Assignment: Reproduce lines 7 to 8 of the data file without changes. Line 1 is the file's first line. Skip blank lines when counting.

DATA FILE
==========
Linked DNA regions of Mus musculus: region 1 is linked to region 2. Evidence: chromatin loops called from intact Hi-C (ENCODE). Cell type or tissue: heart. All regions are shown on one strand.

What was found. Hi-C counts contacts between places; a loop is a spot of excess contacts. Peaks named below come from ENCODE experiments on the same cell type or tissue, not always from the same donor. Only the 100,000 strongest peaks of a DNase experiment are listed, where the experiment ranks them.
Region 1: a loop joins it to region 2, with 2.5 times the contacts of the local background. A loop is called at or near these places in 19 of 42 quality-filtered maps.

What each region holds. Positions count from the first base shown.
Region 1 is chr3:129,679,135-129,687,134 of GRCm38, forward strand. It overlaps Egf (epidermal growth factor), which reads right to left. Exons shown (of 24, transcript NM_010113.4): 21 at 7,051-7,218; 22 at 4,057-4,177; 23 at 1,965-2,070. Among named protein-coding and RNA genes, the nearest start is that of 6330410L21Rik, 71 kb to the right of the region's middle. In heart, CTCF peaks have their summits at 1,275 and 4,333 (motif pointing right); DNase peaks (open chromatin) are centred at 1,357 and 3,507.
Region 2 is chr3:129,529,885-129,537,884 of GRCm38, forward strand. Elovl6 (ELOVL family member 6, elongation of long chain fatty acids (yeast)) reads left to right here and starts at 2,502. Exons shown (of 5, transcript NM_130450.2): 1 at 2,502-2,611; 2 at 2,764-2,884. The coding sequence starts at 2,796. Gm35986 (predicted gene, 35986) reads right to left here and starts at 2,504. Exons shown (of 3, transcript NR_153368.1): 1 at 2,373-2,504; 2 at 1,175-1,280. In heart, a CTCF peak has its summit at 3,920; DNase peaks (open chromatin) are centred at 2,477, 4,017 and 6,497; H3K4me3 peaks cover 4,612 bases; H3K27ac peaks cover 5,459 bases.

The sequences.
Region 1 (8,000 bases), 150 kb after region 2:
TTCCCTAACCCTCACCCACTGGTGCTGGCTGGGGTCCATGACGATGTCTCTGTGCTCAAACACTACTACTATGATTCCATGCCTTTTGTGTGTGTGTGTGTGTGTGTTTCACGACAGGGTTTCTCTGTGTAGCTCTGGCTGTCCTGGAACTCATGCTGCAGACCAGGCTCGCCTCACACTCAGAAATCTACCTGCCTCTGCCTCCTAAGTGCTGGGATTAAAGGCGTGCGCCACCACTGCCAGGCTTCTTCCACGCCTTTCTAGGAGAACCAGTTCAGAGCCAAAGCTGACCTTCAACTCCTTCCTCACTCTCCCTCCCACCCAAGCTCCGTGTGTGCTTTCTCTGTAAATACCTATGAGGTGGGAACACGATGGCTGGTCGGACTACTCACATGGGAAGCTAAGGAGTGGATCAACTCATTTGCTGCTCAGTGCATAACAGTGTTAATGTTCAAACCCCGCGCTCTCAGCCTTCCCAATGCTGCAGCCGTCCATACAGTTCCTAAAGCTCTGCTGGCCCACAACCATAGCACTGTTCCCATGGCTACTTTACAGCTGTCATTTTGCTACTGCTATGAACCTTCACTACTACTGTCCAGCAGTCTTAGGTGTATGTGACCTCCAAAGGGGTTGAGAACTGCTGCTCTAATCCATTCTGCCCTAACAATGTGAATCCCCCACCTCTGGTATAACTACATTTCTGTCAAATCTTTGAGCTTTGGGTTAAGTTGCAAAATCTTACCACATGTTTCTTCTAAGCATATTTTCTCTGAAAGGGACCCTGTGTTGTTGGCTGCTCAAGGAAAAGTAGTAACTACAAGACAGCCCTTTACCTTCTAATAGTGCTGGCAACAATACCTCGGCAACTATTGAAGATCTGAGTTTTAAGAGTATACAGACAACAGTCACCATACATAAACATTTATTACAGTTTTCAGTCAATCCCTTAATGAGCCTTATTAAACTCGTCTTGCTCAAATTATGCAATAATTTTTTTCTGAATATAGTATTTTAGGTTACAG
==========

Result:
The sequences.
Region 1 (8,000 bases), 150 kb after region 2: